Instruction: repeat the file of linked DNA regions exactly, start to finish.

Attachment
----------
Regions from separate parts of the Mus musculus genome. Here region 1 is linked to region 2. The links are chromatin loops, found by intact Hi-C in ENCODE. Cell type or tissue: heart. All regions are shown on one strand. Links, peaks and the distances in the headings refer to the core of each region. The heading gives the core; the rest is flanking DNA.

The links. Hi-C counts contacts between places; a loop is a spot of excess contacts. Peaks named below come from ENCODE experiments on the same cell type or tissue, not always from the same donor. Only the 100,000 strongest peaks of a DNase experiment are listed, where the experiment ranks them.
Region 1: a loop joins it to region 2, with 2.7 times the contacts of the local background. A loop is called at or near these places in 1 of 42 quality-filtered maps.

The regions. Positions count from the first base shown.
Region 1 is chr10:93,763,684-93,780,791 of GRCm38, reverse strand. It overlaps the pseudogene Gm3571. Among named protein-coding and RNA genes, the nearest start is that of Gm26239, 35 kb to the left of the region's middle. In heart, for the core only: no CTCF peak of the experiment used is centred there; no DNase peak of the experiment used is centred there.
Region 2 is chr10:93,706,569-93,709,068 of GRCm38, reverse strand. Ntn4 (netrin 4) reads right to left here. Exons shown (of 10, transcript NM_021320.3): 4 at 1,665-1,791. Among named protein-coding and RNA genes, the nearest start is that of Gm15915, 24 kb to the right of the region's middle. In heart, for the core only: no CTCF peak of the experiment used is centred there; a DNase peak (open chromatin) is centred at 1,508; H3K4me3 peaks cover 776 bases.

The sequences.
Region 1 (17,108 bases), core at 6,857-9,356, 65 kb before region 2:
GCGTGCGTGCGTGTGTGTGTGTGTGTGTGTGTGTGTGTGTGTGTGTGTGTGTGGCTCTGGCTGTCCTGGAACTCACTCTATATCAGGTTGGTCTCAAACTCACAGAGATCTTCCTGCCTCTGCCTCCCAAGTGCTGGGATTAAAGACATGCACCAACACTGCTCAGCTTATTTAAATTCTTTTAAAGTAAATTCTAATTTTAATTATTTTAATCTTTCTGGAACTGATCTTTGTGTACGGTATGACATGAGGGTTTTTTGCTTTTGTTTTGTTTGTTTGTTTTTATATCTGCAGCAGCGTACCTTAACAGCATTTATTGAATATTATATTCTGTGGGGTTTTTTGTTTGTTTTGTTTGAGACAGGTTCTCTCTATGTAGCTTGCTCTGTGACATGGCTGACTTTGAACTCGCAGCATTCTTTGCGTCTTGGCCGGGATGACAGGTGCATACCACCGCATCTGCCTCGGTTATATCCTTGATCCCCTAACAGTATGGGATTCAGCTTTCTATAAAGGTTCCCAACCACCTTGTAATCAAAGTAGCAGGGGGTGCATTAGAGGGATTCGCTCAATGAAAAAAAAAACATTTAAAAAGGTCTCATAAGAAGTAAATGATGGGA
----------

Regions from separate parts of the Mus musculus genome. Here region 1 is linked to region 2. The links are chromatin loops, found by intact Hi-C in ENCODE. Cell type or tissue: heart. All regions are shown on one strand. Links, peaks and the distances in the headings refer to the core of each region. The heading gives the core; the rest is flanking DNA.

The links. Hi-C counts contacts between places; a loop is a spot of excess contacts. Peaks named below come from ENCODE experiments on the same cell type or tissue, not always from the same donor. Only the 100,000 strongest peaks of a DNase experiment are listed, where the experiment ranks them.
Region 1: a loop joins it to region 2, with 2.7 times the contacts of the local background. A loop is called at or near these places in 1 of 42 quality-filtered maps.

The regions. Positions count from the first base shown.
Region 1 is chr10:93,763,684-93,780,791 of GRCm38, reverse strand. It overlaps the pseudogene Gm3571. Among named protein-coding and RNA genes, the nearest start is that of Gm26239, 35 kb to the left of the region's middle. In heart, for the core only: no CTCF peak of the experiment used is centred there; no DNase peak of the experiment used is centred there.
Region 2 is chr10:93,706,569-93,709,068 of GRCm38, reverse strand. Ntn4 (netrin 4) reads right to left here. Exons shown (of 10, transcript NM_021320.3): 4 at 1,665-1,791. Among named protein-coding and RNA genes, the nearest start is that of Gm15915, 24 kb to the right of the region's middle. In heart, for the core only: no CTCF peak of the experiment used is centred there; a DNase peak (open chromatin) is centred at 1,508; H3K4me3 peaks cover 776 bases.

The sequences.
Region 1 (17,108 bases), core at 6,857-9,356, 65 kb before region 2:
GCGTGCGTGCGTGTGTGTGTGTGTGTGTGTGTGTGTGTGTGTGTGTGTGTGTGGCTCTGGCTGTCCTGGAACTCACTCTATATCAGGTTGGTCTCAAACTCACAGAGATCTTCCTGCCTCTGCCTCCCAAGTGCTGGGATTAAAGACATGCACCAACACTGCTCAGCTTATTTAAATTCTTTTAAAGTAAATTCTAATTTTAATTATTTTAATCTTTCTGGAACTGATCTTTGTGTACGGTATGACATGAGGGTTTTTTGCTTTTGTTTTGTTTGTTTGTTTTTATATCTGCAGCAGCGTACCTTAACAGCATTTATTGAATATTATATTCTGTGGGGTTTTTTGTTTGTTTTGTTTGAGACAGGTTCTCTCTATGTAGCTTGCTCTGTGACATGGCTGACTTTGAACTCGCAGCATTCTTTGCGTCTTGGCCGGGATGACAGGTGCATACCACCGCATCTGCCTCGGTTATATCCTTGATCCCCTAACAGTATGGGATTCAGCTTTCTATAAAGGTTCCCAACCACCTTGTAATCAAAGTAGCAGGGGGTGCATTAGAGGGATTCGCTCAATGAAAAAAAAAACATTTAAAAAGGTCTCATAAGAAGTAAATGATGGGA